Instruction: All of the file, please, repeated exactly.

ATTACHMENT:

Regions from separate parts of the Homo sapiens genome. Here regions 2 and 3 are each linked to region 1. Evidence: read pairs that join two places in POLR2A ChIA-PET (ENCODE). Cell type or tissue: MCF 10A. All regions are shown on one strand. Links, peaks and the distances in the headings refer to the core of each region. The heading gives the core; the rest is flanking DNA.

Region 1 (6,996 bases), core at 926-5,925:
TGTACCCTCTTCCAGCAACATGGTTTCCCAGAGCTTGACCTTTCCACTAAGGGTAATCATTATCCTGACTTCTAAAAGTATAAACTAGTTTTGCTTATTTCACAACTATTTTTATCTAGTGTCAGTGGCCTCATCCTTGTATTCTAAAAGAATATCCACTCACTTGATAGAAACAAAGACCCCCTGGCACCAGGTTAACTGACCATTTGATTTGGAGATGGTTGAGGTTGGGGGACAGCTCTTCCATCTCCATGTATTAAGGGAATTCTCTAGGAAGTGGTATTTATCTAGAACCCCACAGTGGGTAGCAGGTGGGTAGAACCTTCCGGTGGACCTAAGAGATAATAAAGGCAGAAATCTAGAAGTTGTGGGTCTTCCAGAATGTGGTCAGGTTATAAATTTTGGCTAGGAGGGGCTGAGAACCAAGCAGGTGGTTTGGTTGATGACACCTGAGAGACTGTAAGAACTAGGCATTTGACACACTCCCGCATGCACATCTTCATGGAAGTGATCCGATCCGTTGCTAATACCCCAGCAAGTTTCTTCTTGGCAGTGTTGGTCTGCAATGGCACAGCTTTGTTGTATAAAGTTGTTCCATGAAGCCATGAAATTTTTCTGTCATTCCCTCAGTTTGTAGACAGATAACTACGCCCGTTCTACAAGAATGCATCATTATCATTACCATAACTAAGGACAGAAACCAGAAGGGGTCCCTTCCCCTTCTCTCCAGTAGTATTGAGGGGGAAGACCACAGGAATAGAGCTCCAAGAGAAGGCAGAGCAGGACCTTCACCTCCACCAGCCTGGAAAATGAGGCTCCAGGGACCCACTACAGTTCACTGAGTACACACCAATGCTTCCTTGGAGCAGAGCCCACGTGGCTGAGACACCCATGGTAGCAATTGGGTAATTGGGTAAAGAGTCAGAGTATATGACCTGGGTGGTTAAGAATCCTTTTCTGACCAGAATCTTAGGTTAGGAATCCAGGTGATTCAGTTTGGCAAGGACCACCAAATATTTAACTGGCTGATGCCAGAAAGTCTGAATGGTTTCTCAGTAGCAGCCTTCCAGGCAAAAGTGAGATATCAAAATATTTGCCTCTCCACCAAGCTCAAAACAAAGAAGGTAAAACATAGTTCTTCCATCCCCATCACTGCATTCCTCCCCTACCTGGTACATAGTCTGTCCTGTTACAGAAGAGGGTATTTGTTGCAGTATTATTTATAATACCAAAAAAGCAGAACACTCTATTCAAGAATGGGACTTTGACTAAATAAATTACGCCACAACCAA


Regions from separate parts of the Homo sapiens genome. Here regions 2 and 3 are each linked to region 1. Evidence: read pairs that join two places in POLR2A ChIA-PET (ENCODE). Cell type or tissue: MCF 10A. All regions are shown on one strand. Links, peaks and the distances in the headings refer to the core of each region. The heading gives the core; the rest is flanking DNA.

Region 1 (6,996 bases), core at 926-5,925:
TGTACCCTCTTCCAGCAACATGGTTTCCCAGAGCTTGACCTTTCCACTAAGGGTAATCATTATCCTGACTTCTAAAAGTATAAACTAGTTTTGCTTATTTCACAACTATTTTTATCTAGTGTCAGTGGCCTCATCCTTGTATTCTAAAAGAATATCCACTCACTTGATAGAAACAAAGACCCCCTGGCACCAGGTTAACTGACCATTTGATTTGGAGATGGTTGAGGTTGGGGGACAGCTCTTCCATCTCCATGTATTAAGGGAATTCTCTAGGAAGTGGTATTTATCTAGAACCCCACAGTGGGTAGCAGGTGGGTAGAACCTTCCGGTGGACCTAAGAGATAATAAAGGCAGAAATCTAGAAGTTGTGGGTCTTCCAGAATGTGGTCAGGTTATAAATTTTGGCTAGGAGGGGCTGAGAACCAAGCAGGTGGTTTGGTTGATGACACCTGAGAGACTGTAAGAACTAGGCATTTGACACACTCCCGCATGCACATCTTCATGGAAGTGATCCGATCCGTTGCTAATACCCCAGCAAGTTTCTTCTTGGCAGTGTTGGTCTGCAATGGCACAGCTTTGTTGTATAAAGTTGTTCCATGAAGCCATGAAATTTTTCTGTCATTCCCTCAGTTTGTAGACAGATAACTACGCCCGTTCTACAAGAATGCATCATTATCATTACCATAACTAAGGACAGAAACCAGAAGGGGTCCCTTCCCCTTCTCTCCAGTAGTATTGAGGGGGAAGACCACAGGAATAGAGCTCCAAGAGAAGGCAGAGCAGGACCTTCACCTCCACCAGCCTGGAAAATGAGGCTCCAGGGACCCACTACAGTTCACTGAGTACACACCAATGCTTCCTTGGAGCAGAGCCCACGTGGCTGAGACACCCATGGTAGCAATTGGGTAATTGGGTAAAGAGTCAGAGTATATGACCTGGGTGGTTAAGAATCCTTTTCTGACCAGAATCTTAGGTTAGGAATCCAGGTGATTCAGTTTGGCAAGGACCACCAAATATTTAACTGGCTGATGCCAGAAAGTCTGAATGGTTTCTCAGTAGCAGCCTTCCAGGCAAAAGTGAGATATCAAAATATTTGCCTCTCCACCAAGCTCAAAACAAAGAAGGTAAAACATAGTTCTTCCATCCCCATCACTGCATTCCTCCCCTACCTGGTACATAGTCTGTCCTGTTACAGAAGAGGGTATTTGTTGCAGTATTATTTATAATACCAAAAAAGCAGAACACTCTATTCAAGAATGGGACTTTGACTAAATAAATTACGCCACAACCAA